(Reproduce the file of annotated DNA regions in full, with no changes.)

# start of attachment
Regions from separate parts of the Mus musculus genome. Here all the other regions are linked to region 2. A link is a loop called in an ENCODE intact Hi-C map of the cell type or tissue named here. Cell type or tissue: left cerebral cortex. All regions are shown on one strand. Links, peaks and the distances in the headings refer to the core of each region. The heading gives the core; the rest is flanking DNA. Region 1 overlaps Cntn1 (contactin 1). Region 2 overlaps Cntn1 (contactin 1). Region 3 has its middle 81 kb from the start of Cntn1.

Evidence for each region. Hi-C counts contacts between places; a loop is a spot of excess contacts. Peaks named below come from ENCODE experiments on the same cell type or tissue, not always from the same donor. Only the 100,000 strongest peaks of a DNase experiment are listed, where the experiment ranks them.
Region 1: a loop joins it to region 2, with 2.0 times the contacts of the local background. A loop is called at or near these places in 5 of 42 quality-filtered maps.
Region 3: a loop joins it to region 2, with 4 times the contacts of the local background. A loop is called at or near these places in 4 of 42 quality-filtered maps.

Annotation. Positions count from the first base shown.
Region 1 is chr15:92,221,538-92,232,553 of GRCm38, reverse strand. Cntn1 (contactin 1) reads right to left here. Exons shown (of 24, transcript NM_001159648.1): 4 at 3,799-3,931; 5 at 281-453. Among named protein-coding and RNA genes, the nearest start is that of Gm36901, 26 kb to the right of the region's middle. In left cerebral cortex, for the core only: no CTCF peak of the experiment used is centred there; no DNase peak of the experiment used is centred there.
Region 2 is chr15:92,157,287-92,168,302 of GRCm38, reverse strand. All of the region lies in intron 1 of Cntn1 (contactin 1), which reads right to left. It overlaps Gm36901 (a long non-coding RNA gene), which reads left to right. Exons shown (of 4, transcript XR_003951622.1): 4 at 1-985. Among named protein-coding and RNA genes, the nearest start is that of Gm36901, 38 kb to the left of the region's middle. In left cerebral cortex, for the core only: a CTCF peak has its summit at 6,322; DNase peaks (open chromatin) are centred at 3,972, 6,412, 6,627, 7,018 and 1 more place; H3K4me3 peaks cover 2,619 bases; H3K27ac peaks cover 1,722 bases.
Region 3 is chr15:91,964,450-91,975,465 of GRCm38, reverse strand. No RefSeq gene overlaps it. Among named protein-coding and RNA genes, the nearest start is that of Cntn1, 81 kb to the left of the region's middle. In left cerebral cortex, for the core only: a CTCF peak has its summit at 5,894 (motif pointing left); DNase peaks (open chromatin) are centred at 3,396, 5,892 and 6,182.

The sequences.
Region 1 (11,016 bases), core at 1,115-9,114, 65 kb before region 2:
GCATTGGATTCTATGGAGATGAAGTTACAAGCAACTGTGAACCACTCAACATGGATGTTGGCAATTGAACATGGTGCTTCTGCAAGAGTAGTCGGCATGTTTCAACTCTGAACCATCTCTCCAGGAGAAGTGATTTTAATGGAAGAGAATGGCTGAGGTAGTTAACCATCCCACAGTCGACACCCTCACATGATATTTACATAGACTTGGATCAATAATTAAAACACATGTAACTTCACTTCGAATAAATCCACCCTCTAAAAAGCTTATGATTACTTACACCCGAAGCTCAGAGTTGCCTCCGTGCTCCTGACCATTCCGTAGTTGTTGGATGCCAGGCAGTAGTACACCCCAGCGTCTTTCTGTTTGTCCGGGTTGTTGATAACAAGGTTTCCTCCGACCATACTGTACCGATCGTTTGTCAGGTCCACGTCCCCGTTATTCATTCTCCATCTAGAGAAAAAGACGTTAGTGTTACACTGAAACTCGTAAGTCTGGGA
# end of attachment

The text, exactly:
Regions from separate parts of the Mus musculus genome. Here all the other regions are linked to region 2. A link is a loop called in an ENCODE intact Hi-C map of the cell type or tissue named here. Cell type or tissue: left cerebral cortex. All regions are shown on one strand. Links, peaks and the distances in the headings refer to the core of each region. The heading gives the core; the rest is flanking DNA. Region 1 overlaps Cntn1 (contactin 1). Region 2 overlaps Cntn1 (contactin 1). Region 3 has its middle 81 kb from the start of Cntn1.

Evidence for each region. Hi-C counts contacts between places; a loop is a spot of excess contacts. Peaks named below come from ENCODE experiments on the same cell type or tissue, not always from the same donor. Only the 100,000 strongest peaks of a DNase experiment are listed, where the experiment ranks them.
Region 1: a loop joins it to region 2, with 2.0 times the contacts of the local background. A loop is called at or near these places in 5 of 42 quality-filtered maps.
Region 3: a loop joins it to region 2, with 4 times the contacts of the local background. A loop is called at or near these places in 4 of 42 quality-filtered maps.

Annotation. Positions count from the first base shown.
Region 1 is chr15:92,221,538-92,232,553 of GRCm38, reverse strand. Cntn1 (contactin 1) reads right to left here. Exons shown (of 24, transcript NM_001159648.1): 4 at 3,799-3,931; 5 at 281-453. Among named protein-coding and RNA genes, the nearest start is that of Gm36901, 26 kb to the right of the region's middle. In left cerebral cortex, for the core only: no CTCF peak of the experiment used is centred there; no DNase peak of the experiment used is centred there.
Region 2 is chr15:92,157,287-92,168,302 of GRCm38, reverse strand. All of the region lies in intron 1 of Cntn1 (contactin 1), which reads right to left. It overlaps Gm36901 (a long non-coding RNA gene), which reads left to right. Exons shown (of 4, transcript XR_003951622.1): 4 at 1-985. Among named protein-coding and RNA genes, the nearest start is that of Gm36901, 38 kb to the left of the region's middle. In left cerebral cortex, for the core only: a CTCF peak has its summit at 6,322; DNase peaks (open chromatin) are centred at 3,972, 6,412, 6,627, 7,018 and 1 more place; H3K4me3 peaks cover 2,619 bases; H3K27ac peaks cover 1,722 bases.
Region 3 is chr15:91,964,450-91,975,465 of GRCm38, reverse strand. No RefSeq gene overlaps it. Among named protein-coding and RNA genes, the nearest start is that of Cntn1, 81 kb to the left of the region's middle. In left cerebral cortex, for the core only: a CTCF peak has its summit at 5,894 (motif pointing left); DNase peaks (open chromatin) are centred at 3,396, 5,892 and 6,182.

The sequences.
Region 1 (11,016 bases), core at 1,115-9,114, 65 kb before region 2:
GCATTGGATTCTATGGAGATGAAGTTACAAGCAACTGTGAACCACTCAACATGGATGTTGGCAATTGAACATGGTGCTTCTGCAAGAGTAGTCGGCATGTTTCAACTCTGAACCATCTCTCCAGGAGAAGTGATTTTAATGGAAGAGAATGGCTGAGGTAGTTAACCATCCCACAGTCGACACCCTCACATGATATTTACATAGACTTGGATCAATAATTAAAACACATGTAACTTCACTTCGAATAAATCCACCCTCTAAAAAGCTTATGATTACTTACACCCGAAGCTCAGAGTTGCCTCCGTGCTCCTGACCATTCCGTAGTTGTTGGATGCCAGGCAGTAGTACACCCCAGCGTCTTTCTGTTTGTCCGGGTTGTTGATAACAAGGTTTCCTCCGACCATACTGTACCGATCGTTTGTCAGGTCCACGTCCCCGTTATTCATTCTCCATCTAGAGAAAAAGACGTTAGTGTTACACTGAAACTCGTAAGTCTGGGA